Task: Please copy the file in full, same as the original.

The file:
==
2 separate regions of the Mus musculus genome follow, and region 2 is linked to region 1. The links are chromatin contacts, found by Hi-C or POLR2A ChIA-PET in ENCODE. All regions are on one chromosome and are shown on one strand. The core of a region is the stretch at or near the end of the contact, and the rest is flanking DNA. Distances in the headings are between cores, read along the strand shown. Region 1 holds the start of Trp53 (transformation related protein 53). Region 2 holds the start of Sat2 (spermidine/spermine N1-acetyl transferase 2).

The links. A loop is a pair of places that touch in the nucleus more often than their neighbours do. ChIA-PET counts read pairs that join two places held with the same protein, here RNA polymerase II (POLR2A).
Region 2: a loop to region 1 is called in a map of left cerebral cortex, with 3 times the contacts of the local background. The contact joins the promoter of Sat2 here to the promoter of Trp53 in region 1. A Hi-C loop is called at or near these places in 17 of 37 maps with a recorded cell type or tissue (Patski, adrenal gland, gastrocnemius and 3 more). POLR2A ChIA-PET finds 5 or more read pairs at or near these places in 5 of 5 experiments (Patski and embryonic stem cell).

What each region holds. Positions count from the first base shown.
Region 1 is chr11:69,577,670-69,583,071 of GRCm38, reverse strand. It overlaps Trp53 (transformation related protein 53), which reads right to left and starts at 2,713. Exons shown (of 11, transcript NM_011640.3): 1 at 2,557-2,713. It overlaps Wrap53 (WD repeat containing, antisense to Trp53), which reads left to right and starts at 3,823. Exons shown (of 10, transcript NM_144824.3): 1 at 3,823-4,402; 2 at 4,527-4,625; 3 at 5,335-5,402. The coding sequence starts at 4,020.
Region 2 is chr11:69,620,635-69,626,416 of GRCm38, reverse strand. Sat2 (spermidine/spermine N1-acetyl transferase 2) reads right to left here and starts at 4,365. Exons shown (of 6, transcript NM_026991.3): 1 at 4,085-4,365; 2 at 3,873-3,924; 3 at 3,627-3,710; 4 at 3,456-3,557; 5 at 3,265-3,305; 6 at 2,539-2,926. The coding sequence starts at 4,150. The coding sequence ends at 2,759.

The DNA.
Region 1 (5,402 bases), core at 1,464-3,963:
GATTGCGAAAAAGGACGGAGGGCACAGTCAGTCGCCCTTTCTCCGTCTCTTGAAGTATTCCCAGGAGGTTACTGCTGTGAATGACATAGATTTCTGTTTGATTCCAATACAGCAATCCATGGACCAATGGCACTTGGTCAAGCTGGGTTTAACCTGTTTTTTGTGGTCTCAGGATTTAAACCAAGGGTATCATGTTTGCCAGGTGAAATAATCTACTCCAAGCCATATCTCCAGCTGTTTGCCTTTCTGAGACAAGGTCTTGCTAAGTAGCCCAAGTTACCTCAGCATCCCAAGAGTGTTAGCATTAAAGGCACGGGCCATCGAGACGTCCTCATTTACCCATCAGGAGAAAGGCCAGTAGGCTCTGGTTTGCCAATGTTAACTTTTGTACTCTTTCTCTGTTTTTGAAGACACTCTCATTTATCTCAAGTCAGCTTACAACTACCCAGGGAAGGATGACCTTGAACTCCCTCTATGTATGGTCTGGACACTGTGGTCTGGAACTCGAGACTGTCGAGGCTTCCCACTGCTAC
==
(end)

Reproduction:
2 separate regions of the Mus musculus genome follow, and region 2 is linked to region 1. The links are chromatin contacts, found by Hi-C or POLR2A ChIA-PET in ENCODE. All regions are on one chromosome and are shown on one strand. The core of a region is the stretch at or near the end of the contact, and the rest is flanking DNA. Distances in the headings are between cores, read along the strand shown. Region 1 holds the start of Trp53 (transformation related protein 53). Region 2 holds the start of Sat2 (spermidine/spermine N1-acetyl transferase 2).

The links. A loop is a pair of places that touch in the nucleus more often than their neighbours do. ChIA-PET counts read pairs that join two places held with the same protein, here RNA polymerase II (POLR2A).
Region 2: a loop to region 1 is called in a map of left cerebral cortex, with 3 times the contacts of the local background. The contact joins the promoter of Sat2 here to the promoter of Trp53 in region 1. A Hi-C loop is called at or near these places in 17 of 37 maps with a recorded cell type or tissue (Patski, adrenal gland, gastrocnemius and 3 more). POLR2A ChIA-PET finds 5 or more read pairs at or near these places in 5 of 5 experiments (Patski and embryonic stem cell).

What each region holds. Positions count from the first base shown.
Region 1 is chr11:69,577,670-69,583,071 of GRCm38, reverse strand. It overlaps Trp53 (transformation related protein 53), which reads right to left and starts at 2,713. Exons shown (of 11, transcript NM_011640.3): 1 at 2,557-2,713. It overlaps Wrap53 (WD repeat containing, antisense to Trp53), which reads left to right and starts at 3,823. Exons shown (of 10, transcript NM_144824.3): 1 at 3,823-4,402; 2 at 4,527-4,625; 3 at 5,335-5,402. The coding sequence starts at 4,020.
Region 2 is chr11:69,620,635-69,626,416 of GRCm38, reverse strand. Sat2 (spermidine/spermine N1-acetyl transferase 2) reads right to left here and starts at 4,365. Exons shown (of 6, transcript NM_026991.3): 1 at 4,085-4,365; 2 at 3,873-3,924; 3 at 3,627-3,710; 4 at 3,456-3,557; 5 at 3,265-3,305; 6 at 2,539-2,926. The coding sequence starts at 4,150. The coding sequence ends at 2,759.

The DNA.
Region 1 (5,402 bases), core at 1,464-3,963:
GATTGCGAAAAAGGACGGAGGGCACAGTCAGTCGCCCTTTCTCCGTCTCTTGAAGTATTCCCAGGAGGTTACTGCTGTGAATGACATAGATTTCTGTTTGATTCCAATACAGCAATCCATGGACCAATGGCACTTGGTCAAGCTGGGTTTAACCTGTTTTTTGTGGTCTCAGGATTTAAACCAAGGGTATCATGTTTGCCAGGTGAAATAATCTACTCCAAGCCATATCTCCAGCTGTTTGCCTTTCTGAGACAAGGTCTTGCTAAGTAGCCCAAGTTACCTCAGCATCCCAAGAGTGTTAGCATTAAAGGCACGGGCCATCGAGACGTCCTCATTTACCCATCAGGAGAAAGGCCAGTAGGCTCTGGTTTGCCAATGTTAACTTTTGTACTCTTTCTCTGTTTTTGAAGACACTCTCATTTATCTCAAGTCAGCTTACAACTACCCAGGGAAGGATGACCTTGAACTCCCTCTATGTATGGTCTGGACACTGTGGTCTGGAACTCGAGACTGTCGAGGCTTCCCACTGCTAC